On the winding way out and downward
towards Stinson Beach, I played for the others my audio tape of
Paul's music, featuring Wendy's poem, "I Wish," our "Skydance" and
some material of his own. I wanted to take advantage of our encounter
with the woods to play them my "Treesong," which went over well, I
thought, I hoped. Everyone was still a little quietened from the time
among the holy groves. I began peering around the ridges for a
glimpse of the sea. The sweet first sighting of the ocean horizon and
lacework of waves from above is always a moment of moment for me!
We parked and the others walked as I
ran to the waves and waded in. I often long for the presence of the
sea from my Ohio home and I was accordingly smiling and observant the
whole while the waters and I were near one another. We deposited
Giotto Lady's offerings of sand dollars from the Atlantic -- sea to
shining sea -- and collected others to send to her. I played Frisbee
some with Curt and Chris again, but soon, heady with the saltsmell
and wavesong, I began to drape myself in seaweed and walk alone along
the surf, losing track of myself and the others, seduced by the
setting. By the time I caught up to Yann who was way up the beach
with Sandy and Darrel, I was dragging a big seaweed bladder on a
string like a pet on a leash. When Yann graciously refused my
seagift, I flung it around by its tentacle and it snapped back into
Wendy had lingered near to where we
first greeted the water, up to her ankles in rolling seafoam, looking
west, sensing the kind of moody emotion from ocean and sky and their
mingling colors which sometimes transforms into one of her paintings.
We began walking together along the glossy part of the strand when I
found a feather, a quill. I wrote in large, lovely script in the wet
d e a r * w e n d y ,*
and threw my arms around her.
Dawn had been collecting lots of
seawrought curiosities for her daughter and I offered a dried bladder
head for a possible doll with curly kelp hair. Then, implike, I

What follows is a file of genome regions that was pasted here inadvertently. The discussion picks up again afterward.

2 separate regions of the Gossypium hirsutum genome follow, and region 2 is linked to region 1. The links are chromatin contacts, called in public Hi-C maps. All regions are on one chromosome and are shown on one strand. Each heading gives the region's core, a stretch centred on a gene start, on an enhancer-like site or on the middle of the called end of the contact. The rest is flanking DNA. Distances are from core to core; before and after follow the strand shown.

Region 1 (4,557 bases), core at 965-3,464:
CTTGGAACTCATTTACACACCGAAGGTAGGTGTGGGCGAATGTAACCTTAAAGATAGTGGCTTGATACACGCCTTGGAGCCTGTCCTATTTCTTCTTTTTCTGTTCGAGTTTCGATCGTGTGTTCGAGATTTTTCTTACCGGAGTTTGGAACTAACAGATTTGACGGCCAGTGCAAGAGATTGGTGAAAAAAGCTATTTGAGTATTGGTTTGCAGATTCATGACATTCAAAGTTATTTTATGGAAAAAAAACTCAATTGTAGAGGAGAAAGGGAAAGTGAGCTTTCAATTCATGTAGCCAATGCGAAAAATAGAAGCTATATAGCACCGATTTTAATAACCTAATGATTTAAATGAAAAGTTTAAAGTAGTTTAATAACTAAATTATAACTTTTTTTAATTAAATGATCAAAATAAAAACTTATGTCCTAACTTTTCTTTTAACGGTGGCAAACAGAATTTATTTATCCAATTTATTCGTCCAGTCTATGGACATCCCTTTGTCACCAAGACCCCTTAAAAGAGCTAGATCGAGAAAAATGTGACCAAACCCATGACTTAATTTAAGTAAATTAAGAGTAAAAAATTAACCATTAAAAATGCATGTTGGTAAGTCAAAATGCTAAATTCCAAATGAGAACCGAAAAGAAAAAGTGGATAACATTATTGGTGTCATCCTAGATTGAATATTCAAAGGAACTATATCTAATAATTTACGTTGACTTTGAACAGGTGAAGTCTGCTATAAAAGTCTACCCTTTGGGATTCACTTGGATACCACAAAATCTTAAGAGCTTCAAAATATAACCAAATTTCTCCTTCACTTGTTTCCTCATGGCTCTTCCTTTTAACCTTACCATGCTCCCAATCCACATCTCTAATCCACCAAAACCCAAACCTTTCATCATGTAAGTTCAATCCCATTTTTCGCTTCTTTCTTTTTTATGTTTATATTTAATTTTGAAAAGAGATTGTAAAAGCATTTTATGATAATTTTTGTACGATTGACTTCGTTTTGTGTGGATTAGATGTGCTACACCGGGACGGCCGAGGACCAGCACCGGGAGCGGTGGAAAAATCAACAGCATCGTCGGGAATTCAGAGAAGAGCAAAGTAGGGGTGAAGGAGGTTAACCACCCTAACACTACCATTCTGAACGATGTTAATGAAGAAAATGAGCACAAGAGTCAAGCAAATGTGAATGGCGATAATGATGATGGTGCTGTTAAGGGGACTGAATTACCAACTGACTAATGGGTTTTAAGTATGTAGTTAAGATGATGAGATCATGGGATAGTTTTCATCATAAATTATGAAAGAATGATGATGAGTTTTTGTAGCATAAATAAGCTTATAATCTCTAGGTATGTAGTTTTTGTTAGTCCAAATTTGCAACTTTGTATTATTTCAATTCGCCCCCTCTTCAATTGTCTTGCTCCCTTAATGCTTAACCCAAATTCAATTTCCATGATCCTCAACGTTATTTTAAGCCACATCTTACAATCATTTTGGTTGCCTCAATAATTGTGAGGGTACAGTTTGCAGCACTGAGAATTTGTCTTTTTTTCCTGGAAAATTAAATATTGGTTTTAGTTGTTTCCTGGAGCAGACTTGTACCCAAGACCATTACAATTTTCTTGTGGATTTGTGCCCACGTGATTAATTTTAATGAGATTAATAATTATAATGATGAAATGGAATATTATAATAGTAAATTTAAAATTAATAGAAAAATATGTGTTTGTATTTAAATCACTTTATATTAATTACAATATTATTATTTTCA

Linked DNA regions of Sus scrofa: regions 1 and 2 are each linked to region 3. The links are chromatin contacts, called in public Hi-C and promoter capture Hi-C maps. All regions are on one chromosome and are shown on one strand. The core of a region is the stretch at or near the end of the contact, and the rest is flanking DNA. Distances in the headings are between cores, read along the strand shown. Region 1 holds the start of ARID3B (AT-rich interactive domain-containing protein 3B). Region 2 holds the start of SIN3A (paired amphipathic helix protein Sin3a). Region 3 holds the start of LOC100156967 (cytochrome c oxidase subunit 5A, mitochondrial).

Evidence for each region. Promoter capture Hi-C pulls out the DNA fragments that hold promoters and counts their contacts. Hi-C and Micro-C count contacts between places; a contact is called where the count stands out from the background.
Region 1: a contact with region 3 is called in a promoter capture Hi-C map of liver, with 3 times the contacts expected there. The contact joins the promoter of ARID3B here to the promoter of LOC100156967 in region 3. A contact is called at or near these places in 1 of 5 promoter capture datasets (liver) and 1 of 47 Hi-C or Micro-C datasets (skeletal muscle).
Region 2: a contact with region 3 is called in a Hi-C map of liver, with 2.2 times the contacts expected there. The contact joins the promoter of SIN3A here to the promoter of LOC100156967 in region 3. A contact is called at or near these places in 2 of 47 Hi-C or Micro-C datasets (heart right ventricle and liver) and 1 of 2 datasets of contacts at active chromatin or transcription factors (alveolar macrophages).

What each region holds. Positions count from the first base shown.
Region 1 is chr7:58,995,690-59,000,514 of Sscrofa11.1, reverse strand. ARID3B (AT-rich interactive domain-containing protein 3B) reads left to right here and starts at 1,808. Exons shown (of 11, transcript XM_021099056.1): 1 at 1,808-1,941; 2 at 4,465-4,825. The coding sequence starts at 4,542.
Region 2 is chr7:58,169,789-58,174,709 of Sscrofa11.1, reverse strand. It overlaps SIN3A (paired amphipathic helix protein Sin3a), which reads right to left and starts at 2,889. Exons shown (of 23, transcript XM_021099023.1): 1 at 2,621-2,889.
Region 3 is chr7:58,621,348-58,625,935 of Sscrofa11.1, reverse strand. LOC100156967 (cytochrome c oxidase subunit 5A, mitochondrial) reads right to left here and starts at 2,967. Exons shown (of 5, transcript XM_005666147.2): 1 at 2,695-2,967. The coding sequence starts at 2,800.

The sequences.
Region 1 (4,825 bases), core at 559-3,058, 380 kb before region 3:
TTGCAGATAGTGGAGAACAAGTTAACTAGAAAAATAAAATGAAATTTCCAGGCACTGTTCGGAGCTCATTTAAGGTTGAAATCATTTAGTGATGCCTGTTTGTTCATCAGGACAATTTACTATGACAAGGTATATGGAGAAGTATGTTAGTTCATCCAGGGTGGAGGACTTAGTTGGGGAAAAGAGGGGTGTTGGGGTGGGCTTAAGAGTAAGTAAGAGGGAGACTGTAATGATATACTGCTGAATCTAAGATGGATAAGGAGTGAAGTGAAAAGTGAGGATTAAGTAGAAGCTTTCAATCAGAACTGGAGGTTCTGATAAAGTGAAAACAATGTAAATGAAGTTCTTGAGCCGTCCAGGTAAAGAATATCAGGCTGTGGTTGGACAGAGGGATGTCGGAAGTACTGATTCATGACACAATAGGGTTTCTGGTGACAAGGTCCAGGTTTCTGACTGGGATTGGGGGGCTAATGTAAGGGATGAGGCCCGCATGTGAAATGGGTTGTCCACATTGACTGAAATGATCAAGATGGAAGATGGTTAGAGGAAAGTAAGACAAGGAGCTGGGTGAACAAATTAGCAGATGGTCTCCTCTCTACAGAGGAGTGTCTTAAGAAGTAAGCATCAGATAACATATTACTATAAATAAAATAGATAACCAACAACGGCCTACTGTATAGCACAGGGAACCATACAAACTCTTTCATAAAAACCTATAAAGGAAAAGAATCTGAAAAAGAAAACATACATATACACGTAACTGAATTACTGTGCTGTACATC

placed it deep within one of Chris' removed shoes. Back at the van
Dawn and I watched, restraining our laughter as Chris put his shoes
on. He discovered in the first shoe his camera and laughed, having
forgotten he'd put it there, then (the suspense was killing us) the
kelp-haired bladder assaulted his other foot. The look of puzzlement
at finding something in the other shoe was superseded by one of pure
confound as he stared at the contorted object, not knowing what the
something was. Dawn and I doubled over, laughing explosively: silly
girls. Wild roses and honeysuckle perfumed the air and I provided for
every tongue which so desired a single drop of nectar from a
Yann rode with us again as we left
the sea, me watching longingly as the road turned and eventually left
behind the last sight of ocean, lit silvery-gold in the lazy late
light of the low-slung sun.
we fled from the
I shook maracas to State of
Independence, feeling complete and free albeit a little melancholy.
Dawn and Chris were experimenting with motion sickness in the back
while Yann made fun of them.
to move we
Curiously Strong Peppermint Altoids
came to the rescue. Our arrival at Strawberry Joe's in San Raphael
came none too soon, since we all were famished after the day's length
and activity. We nearly ate the menus, everything looked so good,
while waiting for a seating area large enough for a party of eight.
As we slid in beneath two tables the waiters had rigged together, the
leaf collapsed and fell crashing to the floor. We would prove
ourselves similarly, noisily, joyfully, boisterously problematic to
the waiting staff the remainder of the evening.
The food was perfect, the wine fine
and flowing, the warm camaraderie the best ever. The bread pudding
amazed me with it's flavor and I tried to share it with Dawn, but she
had her own rich dessert to attend to. As we lingered to finish the
wine, I expressed concern for Yann when everyone else began
domineering the conversation with reenactments of all the best skits
from Monty Python and Holy Grail. It was one of the FEW movies he
hadn't seen. But he assured me he found it amusing even though he
couldn't contribute memorized lines himself and Wendy said they would
have to rent the film that week when Yann would be bunking at the
Vigs', so that he could see for himself what all the bedlam was
about. In the end everyone picked up everyone else's tab and I
managed to gain a full stomach and some lively memories, all without
paying. (Thank you so much, Curt & Wendy.) We made tentative
plans to visit Sandy and Darrel in Santa Cruz the next day and said
goodbye in the parking lot.
I chauffeured the party homeward,
all of us drowsy and dreamy, full of food, wine, and warm feeling.
Someone's suggestion to see Yann's hotel room went over, so we all
briefly paraded in for a tour of his majestic premises. We lounged
around in admiration a few moments and because it was so warm I felt
the occasion called strongly for ice. We left Yann holding the bucket
and returned to our own cozy accommodations. Wendy checked her e-mail
for messages from not-so-secret admirers while I sat sewing my hippy
dress on the folded futon beside her. Dawn was next to me and her
voice lulled us with lilting descriptions of her rustic home in
Pennsylvania, her orchard-yard, her devoted family.
only when you
spoke did I realize
understand this life
I retreated to the livingroom,
opened the blinds and slumber subdued me in the all-night light of
the near-full moon.
merry tale ****